Gabriela Duarte says she avoids talking about politics with her mother: ‘Each one is responsible for their CPF’


Leonardo Volpato

Politics is definitely not a subject to be discussed at Sunday lunch at the Duarte family home. This is what reveals Gabriela Duarte, 48, daughter of Regina, 76, former secretary of Culture in the government of Jair Bolsonaro (PL).

“I learned to separate things to have harmony in living together. Because she is my mother. And she respects me too. We talk about life, about everyday things of a family”, says the artist, who has just left the TV casting Globo after 35 years, in an interview with F5.

Over the past three years, Regina Duarte began to be heavily criticized by former colleagues in the dramaturgy and on social networks for her position in favor of Bolsonaro. It was between March and May 2020 that she was part of the then president’s government. After a frying process conducted by Planalto and allies, Bolsonaro announced on social media that he would take over the Cinemateca Brasileira, in São Paulo – which never happened.

Since then, however, Regina’s image has become rusty, mainly due to the dissemination of many fake news on the internet, whose themes ranged from the Yanomami crisis to attacks on President Lula (PT).

Evidently, this whole situation ended up splashing on Gabriela. After all, it is her mother that people criticize. Even so, the actress says that most knew how to separate one thing from the other, that she was never disrespected in her work environment and that she does not consider that there was any damage to her continuity at Globo due to her mother’s attitudes.

“I always say that everyone is responsible for their CPF. I never wanted to believe that in some way I could be affected by my mother’s opinions or charged to speak out. I didn’t and will continue to do so.”

Check out the interview below.

After 35 years as a Globo employee, your contract has not been renewed. Was it taken by surprise? The decision to end this cycle did not happen overnight. I’ve been working there for many years. It takes care and respect always, but at these times even more. Perhaps the absence of calls for work even with the post-pandemic resumption was already a sign. But yeah, I wouldn’t say I wasn’t surprised. After all, there were 35 uninterrupted years of contract.

What are your plans for now, what’s next? I am in the process of writing an autobiographical book about my journey in search of identity, alongside journalist and writer Brunna Condini. And with the monologue based on the feminist manifesto “O Papel de Parede Amarelo”, by Charlotte Perkins Gilman, adapted by Annalee and directed by Clarice Niskier. This is what I have concrete and in progress. But, in terms of ideas, there are many interesting projects to come.

Many people who leave Globo say they seek more autonomy and professional freedom. Simultaneously, there is less stability. How do you see this question? First, you need to understand what stability is. We know that a fixed contract brings us financial stability – and that’s good, yes. But, on the other hand, it’s been 35 years in that format. Which gives me the opportunity to be able to take a risk today. To show myself in other ways as an artist. All of this comes at a beautiful time in my life. Of many internal discoveries. They are always choices and every choice has its counterpart. For my part, I have always made a point of honoring my choices, making every counterpart count.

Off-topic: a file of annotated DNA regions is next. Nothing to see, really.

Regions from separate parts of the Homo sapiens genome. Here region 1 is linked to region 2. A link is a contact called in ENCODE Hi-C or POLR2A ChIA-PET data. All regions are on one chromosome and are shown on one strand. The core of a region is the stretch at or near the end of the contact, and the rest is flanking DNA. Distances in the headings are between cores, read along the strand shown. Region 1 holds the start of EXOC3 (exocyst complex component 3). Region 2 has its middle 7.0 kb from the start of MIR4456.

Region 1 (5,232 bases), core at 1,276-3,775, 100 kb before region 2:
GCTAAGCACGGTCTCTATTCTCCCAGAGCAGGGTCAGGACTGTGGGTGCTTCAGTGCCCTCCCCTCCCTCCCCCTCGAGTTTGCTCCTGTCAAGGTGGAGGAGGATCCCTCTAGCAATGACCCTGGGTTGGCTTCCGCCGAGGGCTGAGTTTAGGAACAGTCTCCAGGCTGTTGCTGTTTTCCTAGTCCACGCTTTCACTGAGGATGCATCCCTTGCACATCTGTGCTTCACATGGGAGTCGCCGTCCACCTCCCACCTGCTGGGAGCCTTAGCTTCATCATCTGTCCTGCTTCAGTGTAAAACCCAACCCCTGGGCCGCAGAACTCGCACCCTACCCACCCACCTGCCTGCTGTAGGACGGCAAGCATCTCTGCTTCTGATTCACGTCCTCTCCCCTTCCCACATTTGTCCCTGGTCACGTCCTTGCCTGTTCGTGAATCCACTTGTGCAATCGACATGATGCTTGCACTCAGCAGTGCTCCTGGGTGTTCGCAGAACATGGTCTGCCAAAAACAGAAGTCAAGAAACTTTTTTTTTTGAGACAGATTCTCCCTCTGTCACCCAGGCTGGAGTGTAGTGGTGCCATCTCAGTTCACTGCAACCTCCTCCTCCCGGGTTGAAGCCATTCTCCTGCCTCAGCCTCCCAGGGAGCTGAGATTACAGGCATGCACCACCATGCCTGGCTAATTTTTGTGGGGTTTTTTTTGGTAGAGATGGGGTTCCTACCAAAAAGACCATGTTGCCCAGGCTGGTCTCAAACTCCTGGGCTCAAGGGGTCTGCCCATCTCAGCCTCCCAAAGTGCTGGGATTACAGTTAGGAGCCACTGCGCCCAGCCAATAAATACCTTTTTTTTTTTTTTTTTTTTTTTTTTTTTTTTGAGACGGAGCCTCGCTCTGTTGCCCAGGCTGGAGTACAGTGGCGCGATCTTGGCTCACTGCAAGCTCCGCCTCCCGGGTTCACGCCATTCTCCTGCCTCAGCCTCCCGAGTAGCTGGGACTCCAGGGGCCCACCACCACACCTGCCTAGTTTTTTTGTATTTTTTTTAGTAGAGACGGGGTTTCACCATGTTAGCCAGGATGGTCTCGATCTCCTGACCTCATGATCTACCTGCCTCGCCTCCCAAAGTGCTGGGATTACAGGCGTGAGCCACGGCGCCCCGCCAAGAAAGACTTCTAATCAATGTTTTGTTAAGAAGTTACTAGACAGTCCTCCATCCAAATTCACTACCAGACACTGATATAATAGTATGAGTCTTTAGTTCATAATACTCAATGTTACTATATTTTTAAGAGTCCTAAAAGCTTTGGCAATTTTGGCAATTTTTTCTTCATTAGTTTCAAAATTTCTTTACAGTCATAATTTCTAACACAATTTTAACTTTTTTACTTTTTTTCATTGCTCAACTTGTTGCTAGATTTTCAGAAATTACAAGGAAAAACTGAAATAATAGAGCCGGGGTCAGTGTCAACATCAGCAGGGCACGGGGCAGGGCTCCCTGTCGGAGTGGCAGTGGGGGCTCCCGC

In a personal retrospective, do you consider Eduarda from “Por Amor” (Globo, 1997-1998) one of your main works? Eduarda went viral at a time when social networks were in their infancy, the internet was not so popular. Can you imagine her today? I’m dying of curiosity to think about what her cancellation would be like. Or the other way around. Who knows. But I have deep affection for her. I would defend Eduarda today, for sure, and I know that many people would be with me in this defense.

Do you believe that the troubled relationship between your mother and Globo, especially after her political positions, may have influenced (or harmed) your career in some way? Honestly, I don’t see this troubled relationship between the company and my mother. Her departure from TV Globo [em fevereiro de 2020] happened on good terms, and it couldn’t be different after half a century of success, the result of this partnership. I was always treated like Gabriela Duarte at the company. My bosses and co-workers respected (and do) me. I don’t think it has any influence.

Your image ends up being quite linked to that of your mother… In any case, I prefer to think that it is neither reasonable nor fair that they treat or see me as an individual, with their own ideas, positions, trajectory and dreams.

How do you deal with heavy criticism of your mother’s political position, who is also not afraid to expose her opinions, however controversial and controversial they may be? I always say that everyone is responsible for their CPF. And I never wanted to believe that somehow I could be affected by my mother’s opinions or asked to express myself on topics that my professional colleagues, artists, are not asked to do. The press was the one that demanded that I answer for their opinion. As if it were my duty. I didn’t and will continue to do so.

Do these charges bother you? People need to understand that I am Gabriela, with different stories, trajectories, personalities and thoughts, and that we respect each other.

Do you talk about this subject with Regina Duarte? How are the chats? Of politics? No. I learned to separate things to have harmony in living together. Because it’s my mother. And she respects me too. We talk about life, everyday things of a family.

Source: Folha

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